Baroness Morgan reviews ‘dangerous ideas’
3 minutes to read
An engaging book asking important questions, Eric Berkowitz may argue that history shows censorship doesn’t work – but struggles to reconcile the impact of the internet in the modern age
This book is billed as “A Brief History of Censorship in the West, From Old to Fake News”. It unfolds rapidly through more than 2,000 years of debates over who decides what we see, what we know, and what we might say.
Berkowitz moves through ancient Greece, early Christianity, monarchies and governments of all types and in the impact of seditious defamation, obscenity laws, impact of the printing press, censorship in wartime mass communication innovations such as cinema (the BBFC was originally the Board of Film Censors), then the internet and social media. He writes: “The compulsion to silence others is as old as the urge to speak, for speech – words, images, expression itself – exerts power”.
As both Houses of Parliament prepare to begin examining the Internet Safety Bill in detail, this gripping book asks important questions about the wisdom and effectiveness of censorship, but presents a fundamental contradiction, to know the impact of the Internet in the modern age.
Berkowitz confidently asserts at the beginning and end of his book that “censorship doesn’t work” and argues that “hitting the floor to eliminate a dangerous idea is not only ineffective, it will cause worse harm in the long run.”
Online security bill will require extensive debate in parliament
It criticizes efforts to regulate speech online, but it must also recognize that when “speech becomes the enemy of free speech, when citizen speakers are reduced to online” users “, including the limited attention is manhandled for profit; when tsunamis of online trash are armed to stifle voices and dilute the truth; when algorithms decide which voices are heard or amplified… maybe it’s time to rethink some cherished assumptions ”.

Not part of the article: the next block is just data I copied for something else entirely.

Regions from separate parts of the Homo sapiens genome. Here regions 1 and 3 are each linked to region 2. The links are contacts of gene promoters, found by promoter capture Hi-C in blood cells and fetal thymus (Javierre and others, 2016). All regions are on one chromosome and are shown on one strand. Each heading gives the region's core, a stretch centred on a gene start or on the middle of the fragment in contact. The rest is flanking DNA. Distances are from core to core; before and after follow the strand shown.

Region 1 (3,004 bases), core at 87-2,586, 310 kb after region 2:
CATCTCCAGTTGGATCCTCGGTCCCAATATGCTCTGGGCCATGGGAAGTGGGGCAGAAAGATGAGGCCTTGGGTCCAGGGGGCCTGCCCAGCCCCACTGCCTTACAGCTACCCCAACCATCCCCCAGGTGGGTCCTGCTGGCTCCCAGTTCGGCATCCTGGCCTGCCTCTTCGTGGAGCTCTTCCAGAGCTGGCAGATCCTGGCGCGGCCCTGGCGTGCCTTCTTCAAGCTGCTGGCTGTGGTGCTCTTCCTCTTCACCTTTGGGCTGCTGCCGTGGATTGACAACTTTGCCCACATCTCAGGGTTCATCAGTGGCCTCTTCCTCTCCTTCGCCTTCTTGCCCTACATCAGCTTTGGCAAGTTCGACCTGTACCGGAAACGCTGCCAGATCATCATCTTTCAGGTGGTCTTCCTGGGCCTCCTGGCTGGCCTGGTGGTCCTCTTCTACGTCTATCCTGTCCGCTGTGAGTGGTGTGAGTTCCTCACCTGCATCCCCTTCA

Berkowitz’s struggle to reconcile these two claims – that censorship doesn’t work but action may now be needed in light of the modern Internet – means that his historical overview of censorship is much stronger than his account of the problems of modern times. Although he covered it briefly in his afterword, he was fortunate that most of his book was clearly written before the storming of Capitol Hill, the role of Donald Trump at that time, and his subsequent expulsion from Twitter and Facebook.
Where Berkowitz stands on firmer ground, as he exposes the role of legislatures and courts over the centuries in law and opinion on the rights surrounding freedom of speech and expression, is that it should not be private companies that decide only which voices are heard. As he puts it, “Non-state actors in the form of the internet and social media platforms have gained raw power over speech beyond the aspirations of even the most repressive governments.” The online safety bill will require a lot of debate in Parliament – and this will be just our first foray into the areas covered by the bill – but surely it must be fair that the debate takes place in both Houses and is not left to supervisory boards and algorithms. decide how online content is regulated.
Baroness Morgan of Cotes is a Conservative Peer and Former Secretary of Culture 2019-2020
Dangerous Ideas: A Brief History of Censorship in the West, from the Old Ones to the Fake News by Eric Berkowitz, is published by The Westbourne Press
Find out what MPs and peers are talking about. Sign up for the Chamber’s morning email for the latest information and feedback from parliamentarians, policymakers and organizations.